Isaac to Drench Florida on Way to Northern Gulf Coast

Tropical Storm Isaac may drop as much as 10 inches (25 centimeters) of rain on Florida as it moves into the Gulf of Mexico on a course that is expected to take the system through oil and gas fields and then onto land near the Louisiana-Mississippi line.

Isaac passed just south of Key West, Florida, with winds of 60 miles (97 kilometers) per hour as of 5 p.m. New York time, the National Hurricane Center said in an advisory. An earlier forecast that called for Isaac to become a hurricane when it struck the Keys didn’t materialize.

The center said there is a chance the storm may grow to at least a Category 2 hurricane with winds of 100 mph before landfall on Aug. 29.

“Even though I am still nervous about it, I think it is too big and that will preclude any rapid intensification,” said Jim Rouiller, senior energy meteorologist at Planalytics Inc. in Berwyn, Pennsylvania. “No hurricane is a piece of cake, though. Every one of these storms represents a different set of problems.”

Isaac’s threat forced the Republican Party to delay its convention in Tampa. Delegates will convene tomorrow as scheduled and then recess until the next day to be safe, said Reince Priebus, the Republican National Committee chairman.

Emergencies Declared

Louisiana Governor Bobby Jindal, citing the uncertainty of the storm track, followed Florida Governor Rick Scott in declaring a state of emergency.

Isaac is expected to drop 4 to 7 inches of rain across southern Florida, with some areas receiving as much as 10 inches, according to the hurricane center. Almost 470 flights at were canceled at Miami International Airport, according to FlightAware, a Houston-based airline tracking company.

About 24 percent of U.S. oil production and 8.2 percent of natural-gas output from the Gulf is shut because of Isaac, the Bureau of Safety and Environmental Enforcement said today. The Gulf is home to 23 percent of U.S. crude production, 7 percent of natural gas output and 44 percent of refining capacity.

Oil and gas companies including Anadarko Petroleum Corp. (APC), BP Plc (BP/), and Chevron Corp. pulled crews from offshore platforms.

The storm’s track has been drifting west from earlier forecasts that had it hugging Florida’s west coast and making landfall in the state’s Panhandle. The official track now calls for Isaac to land near Gulfport, Mississippi, close to where Hurricane Katrina made landfall in 2005.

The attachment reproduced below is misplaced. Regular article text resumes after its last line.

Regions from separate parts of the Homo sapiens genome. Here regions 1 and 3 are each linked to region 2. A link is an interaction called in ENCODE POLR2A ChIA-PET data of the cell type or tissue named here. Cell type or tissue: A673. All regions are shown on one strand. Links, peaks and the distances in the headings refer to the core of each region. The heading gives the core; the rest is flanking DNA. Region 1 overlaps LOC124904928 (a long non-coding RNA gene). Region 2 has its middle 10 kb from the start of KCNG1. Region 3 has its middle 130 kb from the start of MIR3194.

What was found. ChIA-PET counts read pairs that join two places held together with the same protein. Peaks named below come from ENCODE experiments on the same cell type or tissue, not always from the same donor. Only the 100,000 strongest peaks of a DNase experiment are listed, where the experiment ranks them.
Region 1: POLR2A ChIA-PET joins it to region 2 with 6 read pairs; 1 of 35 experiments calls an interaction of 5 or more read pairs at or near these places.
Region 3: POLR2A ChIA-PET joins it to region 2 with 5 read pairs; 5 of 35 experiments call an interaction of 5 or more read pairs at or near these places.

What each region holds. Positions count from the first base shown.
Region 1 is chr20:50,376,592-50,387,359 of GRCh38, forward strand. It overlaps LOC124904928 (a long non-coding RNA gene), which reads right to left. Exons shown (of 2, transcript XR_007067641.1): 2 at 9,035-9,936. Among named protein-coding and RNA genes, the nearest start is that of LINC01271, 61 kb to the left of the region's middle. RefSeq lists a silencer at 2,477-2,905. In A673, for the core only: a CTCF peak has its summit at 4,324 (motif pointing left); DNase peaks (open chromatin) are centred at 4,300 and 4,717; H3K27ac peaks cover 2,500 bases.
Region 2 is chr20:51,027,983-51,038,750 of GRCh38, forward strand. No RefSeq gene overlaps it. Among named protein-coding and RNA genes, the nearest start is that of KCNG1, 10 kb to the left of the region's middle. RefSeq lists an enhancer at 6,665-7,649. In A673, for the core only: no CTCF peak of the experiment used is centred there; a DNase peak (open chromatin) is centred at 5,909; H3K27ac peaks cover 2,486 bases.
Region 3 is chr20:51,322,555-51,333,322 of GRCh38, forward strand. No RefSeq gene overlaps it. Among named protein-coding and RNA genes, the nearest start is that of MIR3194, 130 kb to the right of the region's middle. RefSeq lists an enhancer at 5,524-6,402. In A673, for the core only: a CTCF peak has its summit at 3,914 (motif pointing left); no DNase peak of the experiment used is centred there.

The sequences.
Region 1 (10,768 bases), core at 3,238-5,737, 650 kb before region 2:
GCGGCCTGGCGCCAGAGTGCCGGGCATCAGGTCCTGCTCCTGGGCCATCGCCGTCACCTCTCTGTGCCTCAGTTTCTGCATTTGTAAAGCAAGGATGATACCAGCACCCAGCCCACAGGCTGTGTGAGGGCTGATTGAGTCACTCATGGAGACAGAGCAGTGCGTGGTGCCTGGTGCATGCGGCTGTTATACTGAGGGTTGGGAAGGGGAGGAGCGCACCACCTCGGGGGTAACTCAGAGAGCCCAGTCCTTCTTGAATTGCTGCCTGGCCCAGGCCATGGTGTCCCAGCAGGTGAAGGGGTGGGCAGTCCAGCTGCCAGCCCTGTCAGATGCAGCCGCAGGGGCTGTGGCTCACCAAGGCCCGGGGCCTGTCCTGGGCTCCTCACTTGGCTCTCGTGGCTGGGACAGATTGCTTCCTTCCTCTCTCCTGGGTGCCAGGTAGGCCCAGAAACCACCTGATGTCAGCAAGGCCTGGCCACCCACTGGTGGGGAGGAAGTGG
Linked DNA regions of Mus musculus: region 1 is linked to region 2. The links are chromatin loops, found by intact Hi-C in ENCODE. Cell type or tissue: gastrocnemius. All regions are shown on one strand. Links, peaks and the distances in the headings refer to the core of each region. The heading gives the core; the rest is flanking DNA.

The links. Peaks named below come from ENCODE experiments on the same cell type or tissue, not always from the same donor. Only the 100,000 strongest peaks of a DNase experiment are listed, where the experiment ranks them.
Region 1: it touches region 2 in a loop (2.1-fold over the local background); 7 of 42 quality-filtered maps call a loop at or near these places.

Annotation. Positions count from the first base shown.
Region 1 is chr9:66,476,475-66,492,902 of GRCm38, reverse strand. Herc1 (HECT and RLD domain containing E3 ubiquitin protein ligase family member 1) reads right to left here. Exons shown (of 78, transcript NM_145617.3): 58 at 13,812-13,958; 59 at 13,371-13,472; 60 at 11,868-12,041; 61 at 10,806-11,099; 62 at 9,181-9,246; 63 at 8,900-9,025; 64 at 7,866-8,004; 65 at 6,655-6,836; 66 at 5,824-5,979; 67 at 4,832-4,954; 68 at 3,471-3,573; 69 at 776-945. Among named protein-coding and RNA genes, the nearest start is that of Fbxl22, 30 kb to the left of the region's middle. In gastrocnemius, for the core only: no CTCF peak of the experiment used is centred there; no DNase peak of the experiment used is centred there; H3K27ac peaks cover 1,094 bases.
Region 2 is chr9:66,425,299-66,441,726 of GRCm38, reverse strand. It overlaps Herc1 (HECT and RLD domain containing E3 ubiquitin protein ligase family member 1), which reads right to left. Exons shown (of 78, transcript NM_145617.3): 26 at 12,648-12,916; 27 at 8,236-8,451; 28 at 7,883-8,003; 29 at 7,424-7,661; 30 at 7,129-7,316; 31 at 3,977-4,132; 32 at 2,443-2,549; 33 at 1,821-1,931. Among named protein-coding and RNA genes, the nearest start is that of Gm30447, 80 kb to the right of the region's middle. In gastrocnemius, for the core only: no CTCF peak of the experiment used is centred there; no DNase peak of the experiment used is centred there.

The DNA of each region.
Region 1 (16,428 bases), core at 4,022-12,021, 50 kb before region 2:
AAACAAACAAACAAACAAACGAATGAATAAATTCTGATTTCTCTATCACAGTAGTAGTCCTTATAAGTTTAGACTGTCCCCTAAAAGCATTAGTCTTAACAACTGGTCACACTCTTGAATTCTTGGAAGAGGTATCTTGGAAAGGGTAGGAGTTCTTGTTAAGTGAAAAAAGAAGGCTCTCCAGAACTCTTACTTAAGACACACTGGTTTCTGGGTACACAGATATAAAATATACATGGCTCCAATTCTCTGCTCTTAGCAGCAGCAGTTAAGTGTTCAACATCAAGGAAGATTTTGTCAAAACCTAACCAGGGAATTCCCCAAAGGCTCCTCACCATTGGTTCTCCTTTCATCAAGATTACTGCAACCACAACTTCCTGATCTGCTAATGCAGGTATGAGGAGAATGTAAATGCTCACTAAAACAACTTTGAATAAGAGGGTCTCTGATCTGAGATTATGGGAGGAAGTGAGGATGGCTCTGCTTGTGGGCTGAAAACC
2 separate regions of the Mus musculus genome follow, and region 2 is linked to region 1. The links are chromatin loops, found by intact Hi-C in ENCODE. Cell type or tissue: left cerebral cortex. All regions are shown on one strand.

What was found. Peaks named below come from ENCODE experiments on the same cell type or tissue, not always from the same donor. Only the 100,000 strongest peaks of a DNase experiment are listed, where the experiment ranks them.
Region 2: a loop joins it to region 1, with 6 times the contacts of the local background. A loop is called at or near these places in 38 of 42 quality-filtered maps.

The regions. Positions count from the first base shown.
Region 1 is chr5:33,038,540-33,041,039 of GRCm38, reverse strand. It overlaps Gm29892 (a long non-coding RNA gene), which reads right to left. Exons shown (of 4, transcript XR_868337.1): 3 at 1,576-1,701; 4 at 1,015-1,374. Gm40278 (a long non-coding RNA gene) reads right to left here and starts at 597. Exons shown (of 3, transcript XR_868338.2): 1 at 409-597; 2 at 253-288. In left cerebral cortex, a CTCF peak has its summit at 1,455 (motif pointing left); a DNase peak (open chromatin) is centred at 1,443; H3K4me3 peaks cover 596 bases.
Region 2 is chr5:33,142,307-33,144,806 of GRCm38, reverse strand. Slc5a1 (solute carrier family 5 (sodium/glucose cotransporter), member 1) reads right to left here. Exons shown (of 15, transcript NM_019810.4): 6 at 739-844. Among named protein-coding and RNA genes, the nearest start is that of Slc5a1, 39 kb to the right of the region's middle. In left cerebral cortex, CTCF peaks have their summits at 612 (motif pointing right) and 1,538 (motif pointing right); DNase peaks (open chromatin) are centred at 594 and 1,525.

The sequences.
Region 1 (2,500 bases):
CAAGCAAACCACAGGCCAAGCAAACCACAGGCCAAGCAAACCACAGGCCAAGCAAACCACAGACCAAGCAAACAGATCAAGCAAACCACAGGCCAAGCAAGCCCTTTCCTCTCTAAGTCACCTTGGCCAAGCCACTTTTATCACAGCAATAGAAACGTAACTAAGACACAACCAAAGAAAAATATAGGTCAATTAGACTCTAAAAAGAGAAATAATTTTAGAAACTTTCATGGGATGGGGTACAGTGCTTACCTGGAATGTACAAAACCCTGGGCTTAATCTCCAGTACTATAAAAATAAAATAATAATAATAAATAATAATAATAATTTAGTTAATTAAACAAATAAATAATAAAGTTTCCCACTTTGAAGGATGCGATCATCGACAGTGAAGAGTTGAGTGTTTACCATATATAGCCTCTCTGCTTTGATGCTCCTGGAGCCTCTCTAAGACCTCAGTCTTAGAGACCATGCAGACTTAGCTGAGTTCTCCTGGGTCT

Predicting Path

Computer forecast models disagree on the storm’s exact path.

“Because of the wide model spread there continues to be greater than usual track forecast uncertainty,” Richard Pasch, a senior hurricane specialist with the center, wrote in a forecast analysis.

A hurricane watch now extends from Indian Pass, Florida, to east of Morgan City, Louisiana, including New Orleans, which was devastated by Katrina in 2005. All hurricane warnings for southern Florida have been changed to tropical storm bulletins.

While some of the models suggest Isaac may gain a lot of strength crossing the warm waters of the Gulf, larger storms often need more time to intensify, Rouiller said. He predicts Isaac won’t have enough time.

Rouiller said computer models disagree on whether a low- pressure trough over the U.S. will pull the storm north. Some models say the trough will act like a conveyor belt and move Isaac into the coastline nearer Florida’s Panhandle, while others say “Isaac has missed his ride,” Rouiller said. Those models take Isaac closer to New Orleans.

Forecasting the track of a hurricane depends on predicting what the upper-level winds in the atmosphere will be doing, said Dan Pydynowski, a senior meteorologist with AccuWeather Inc. in State College, Pennsylvania. Hurricanes don’t move under their own power, they are pulled and pushed by other weather patterns.

“The wind higher-up is what is really steering these storms,” he said.

To contact the reporters on this story: Brian K. Sullivan in Boston at bsullivan10@bloomberg.net; Asjylyn Loder in New York at aloder@bloomberg.net

To contact the editor responsible for this story: Dan Stets at dstets@bloomberg.net.

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